Blu-ray operational speed (in seconds)
"M:I:III" | player on 12.67 "POTC" | until movie 80.87
"M:I:III" | player off | quick start n/a "Spider-Man 3" | until movie 63.15
"M:I:III" | player off | no quick start 22.22 "Sunshine" | chapter skip 13.58
"POTC" | past loading 29.19 CNET speed rating (composite score) 93

CNET speed rating (composite score)
(Longer bars indicate better performance)

The BD550 is the fastest entry-level player we've tested so far and, surprisingly, is even a little quicker than LG's step-up models. The speed difference between LG's players could be because of small manufacturing differences that occur between any two products, but the bottom line is the BD550 is reasonably quick, coming close to our reference BDP-83 in speed. Yes, the BD550 lacks a quick start mode, so it can't compete with the bootup times of the Panasonic DMP-BD85K and Sony BDP-S570, although it boots up relatively quickly compared with other models that lack a quick start mode. Load times were particularly good on movies with complex, BD-Java menus, with the BD550 loading titles like "Spider-Man 3" over 10 seconds faster than the Samsung BD-C5500. If speedy playback is a priority for you, the BD550 is a good entry-level choice.

Other performance

DVD image quality: Test patterns and program material
Film resolution "Seabiscuit"
Video resolution "Star Trek: Insurrection"
Text overlay on film "Invite Them Up"
Cadence tests 2/8

The BD550 failed some of our standard test patterns, but we didn't notice major issues in any of our program material tests. It's worth pointing out that though the BD550 did technically pass the 2:2 resolution test, it took much longer than the Oppo for its processing to kick in and eliminate the moire. Again, we'd give it a slight nod over the Sony BDP-S570 for doing a better job handling niche video content, and pure videophiles will prefer the Oppo BDP-83 if DVD image quality is a high priority.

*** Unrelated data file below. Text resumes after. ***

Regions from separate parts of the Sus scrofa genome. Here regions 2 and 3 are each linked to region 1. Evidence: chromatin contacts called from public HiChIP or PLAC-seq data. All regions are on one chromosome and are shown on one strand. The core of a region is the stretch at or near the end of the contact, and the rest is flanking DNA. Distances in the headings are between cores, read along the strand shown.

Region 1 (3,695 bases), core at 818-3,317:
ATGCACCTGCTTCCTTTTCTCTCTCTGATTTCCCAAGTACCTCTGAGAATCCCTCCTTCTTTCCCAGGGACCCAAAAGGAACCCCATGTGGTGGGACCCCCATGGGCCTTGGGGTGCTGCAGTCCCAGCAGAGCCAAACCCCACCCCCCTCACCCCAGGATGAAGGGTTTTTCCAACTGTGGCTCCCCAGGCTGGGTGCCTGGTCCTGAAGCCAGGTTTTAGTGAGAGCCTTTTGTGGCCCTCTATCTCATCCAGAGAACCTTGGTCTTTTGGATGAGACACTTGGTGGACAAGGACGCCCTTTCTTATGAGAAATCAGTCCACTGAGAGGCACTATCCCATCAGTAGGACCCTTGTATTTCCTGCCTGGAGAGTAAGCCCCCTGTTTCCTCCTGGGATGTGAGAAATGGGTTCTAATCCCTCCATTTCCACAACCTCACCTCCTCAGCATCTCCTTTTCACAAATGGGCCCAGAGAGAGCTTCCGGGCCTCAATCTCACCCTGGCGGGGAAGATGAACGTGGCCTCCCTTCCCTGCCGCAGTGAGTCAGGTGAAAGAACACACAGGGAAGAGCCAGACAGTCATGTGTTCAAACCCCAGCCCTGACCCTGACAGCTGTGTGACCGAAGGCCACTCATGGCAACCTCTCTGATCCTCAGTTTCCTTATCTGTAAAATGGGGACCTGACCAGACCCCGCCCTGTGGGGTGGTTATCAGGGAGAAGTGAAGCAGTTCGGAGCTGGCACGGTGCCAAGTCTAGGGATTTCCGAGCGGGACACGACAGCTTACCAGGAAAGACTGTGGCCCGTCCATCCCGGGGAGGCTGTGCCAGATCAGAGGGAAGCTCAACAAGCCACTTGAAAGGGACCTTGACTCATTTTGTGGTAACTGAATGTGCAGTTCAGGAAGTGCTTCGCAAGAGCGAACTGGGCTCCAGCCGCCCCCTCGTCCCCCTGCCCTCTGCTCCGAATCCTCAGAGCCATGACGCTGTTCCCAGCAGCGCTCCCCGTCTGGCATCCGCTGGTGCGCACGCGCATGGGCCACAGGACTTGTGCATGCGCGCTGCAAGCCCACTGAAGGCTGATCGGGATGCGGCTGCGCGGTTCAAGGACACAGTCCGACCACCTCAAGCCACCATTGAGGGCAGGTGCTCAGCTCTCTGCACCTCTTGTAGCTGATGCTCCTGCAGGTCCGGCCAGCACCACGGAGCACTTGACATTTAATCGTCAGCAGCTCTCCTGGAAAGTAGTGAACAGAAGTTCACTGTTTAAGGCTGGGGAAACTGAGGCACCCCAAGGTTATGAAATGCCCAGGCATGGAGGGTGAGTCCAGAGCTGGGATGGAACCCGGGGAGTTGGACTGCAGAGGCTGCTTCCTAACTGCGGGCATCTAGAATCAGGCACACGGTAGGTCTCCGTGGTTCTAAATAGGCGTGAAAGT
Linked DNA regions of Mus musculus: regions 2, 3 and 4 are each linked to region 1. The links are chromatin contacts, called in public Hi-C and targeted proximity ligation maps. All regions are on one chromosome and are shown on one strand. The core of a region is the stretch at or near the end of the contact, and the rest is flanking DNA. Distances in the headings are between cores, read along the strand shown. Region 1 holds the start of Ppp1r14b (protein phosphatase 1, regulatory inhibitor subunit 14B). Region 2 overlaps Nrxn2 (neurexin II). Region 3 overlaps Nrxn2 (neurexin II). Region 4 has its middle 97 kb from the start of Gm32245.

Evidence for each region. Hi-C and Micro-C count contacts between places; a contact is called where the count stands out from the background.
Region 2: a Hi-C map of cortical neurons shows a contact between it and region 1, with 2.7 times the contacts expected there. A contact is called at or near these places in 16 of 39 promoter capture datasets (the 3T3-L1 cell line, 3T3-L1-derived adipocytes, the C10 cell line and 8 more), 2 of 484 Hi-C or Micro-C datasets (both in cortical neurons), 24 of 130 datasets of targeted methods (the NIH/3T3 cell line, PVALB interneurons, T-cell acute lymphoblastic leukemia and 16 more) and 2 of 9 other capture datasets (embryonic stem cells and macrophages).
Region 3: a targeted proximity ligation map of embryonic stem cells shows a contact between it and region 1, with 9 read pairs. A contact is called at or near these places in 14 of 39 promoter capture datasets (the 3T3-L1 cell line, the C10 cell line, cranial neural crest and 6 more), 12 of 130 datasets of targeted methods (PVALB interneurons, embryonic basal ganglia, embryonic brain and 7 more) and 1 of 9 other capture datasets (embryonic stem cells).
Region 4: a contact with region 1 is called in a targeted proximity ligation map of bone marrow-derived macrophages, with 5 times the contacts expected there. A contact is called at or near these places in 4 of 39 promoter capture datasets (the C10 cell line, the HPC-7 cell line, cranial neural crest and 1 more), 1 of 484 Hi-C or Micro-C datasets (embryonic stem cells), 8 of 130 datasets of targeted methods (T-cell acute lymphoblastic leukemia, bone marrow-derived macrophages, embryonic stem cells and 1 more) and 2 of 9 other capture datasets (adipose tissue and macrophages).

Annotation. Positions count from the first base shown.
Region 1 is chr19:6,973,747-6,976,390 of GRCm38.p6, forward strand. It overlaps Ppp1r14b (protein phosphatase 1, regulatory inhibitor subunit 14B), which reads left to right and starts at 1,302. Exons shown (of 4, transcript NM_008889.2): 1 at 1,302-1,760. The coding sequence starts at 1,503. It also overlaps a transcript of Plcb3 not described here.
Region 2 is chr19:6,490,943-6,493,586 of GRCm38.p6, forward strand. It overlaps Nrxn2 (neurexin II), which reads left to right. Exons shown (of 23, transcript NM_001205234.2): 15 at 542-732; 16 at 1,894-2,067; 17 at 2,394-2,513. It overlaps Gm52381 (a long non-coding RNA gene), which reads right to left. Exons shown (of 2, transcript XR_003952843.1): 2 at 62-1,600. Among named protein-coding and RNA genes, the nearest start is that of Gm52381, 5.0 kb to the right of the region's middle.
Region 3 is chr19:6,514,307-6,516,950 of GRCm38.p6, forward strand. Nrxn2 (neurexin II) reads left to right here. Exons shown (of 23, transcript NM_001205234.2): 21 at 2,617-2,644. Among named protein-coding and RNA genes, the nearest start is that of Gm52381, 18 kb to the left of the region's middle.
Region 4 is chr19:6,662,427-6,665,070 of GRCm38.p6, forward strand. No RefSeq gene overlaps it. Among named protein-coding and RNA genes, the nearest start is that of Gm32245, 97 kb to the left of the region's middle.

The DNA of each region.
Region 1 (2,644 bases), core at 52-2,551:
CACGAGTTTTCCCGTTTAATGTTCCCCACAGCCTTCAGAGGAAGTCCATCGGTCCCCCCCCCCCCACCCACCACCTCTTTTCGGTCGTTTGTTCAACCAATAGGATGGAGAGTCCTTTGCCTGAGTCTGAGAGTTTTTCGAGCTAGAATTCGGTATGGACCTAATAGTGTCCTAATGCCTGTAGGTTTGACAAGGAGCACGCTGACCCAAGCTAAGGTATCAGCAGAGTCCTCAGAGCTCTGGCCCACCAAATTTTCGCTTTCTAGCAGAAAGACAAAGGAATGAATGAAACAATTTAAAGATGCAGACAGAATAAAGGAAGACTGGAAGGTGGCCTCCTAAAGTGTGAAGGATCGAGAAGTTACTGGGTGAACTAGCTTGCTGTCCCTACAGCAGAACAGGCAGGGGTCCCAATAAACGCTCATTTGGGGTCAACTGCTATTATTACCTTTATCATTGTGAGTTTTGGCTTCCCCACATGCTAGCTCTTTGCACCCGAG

Streaming-video image quality

As with most devices, we saw no major issues with Netflix streaming on the BD550. That gives the BD550 an edge over the Sony BDP-S570, which suffers from some streaming-image quality issues.

Power consumption
Standby | quick start off 0.07 W Standby | quick start on n/a
Power on | watching movie 14.65 W Power on | idling 9.00 W
Annual cost; quick start off $0.95 Annual cost; quick start on n/a

The BD550 lacks a quick start mode and therefore by default uses very little power in standby mode. In comparison, the Sony BDP-S570 has an annual cost of $7.35 with its quick start feature enabled. The downside with the BD550 is that you don't have the option of faster load times if you're willing to pay the extra cost. Though the BD550 is a relatively faster player overall, we would have liked a quick start option for those willing to use more energy to cut down on the initial bootup time.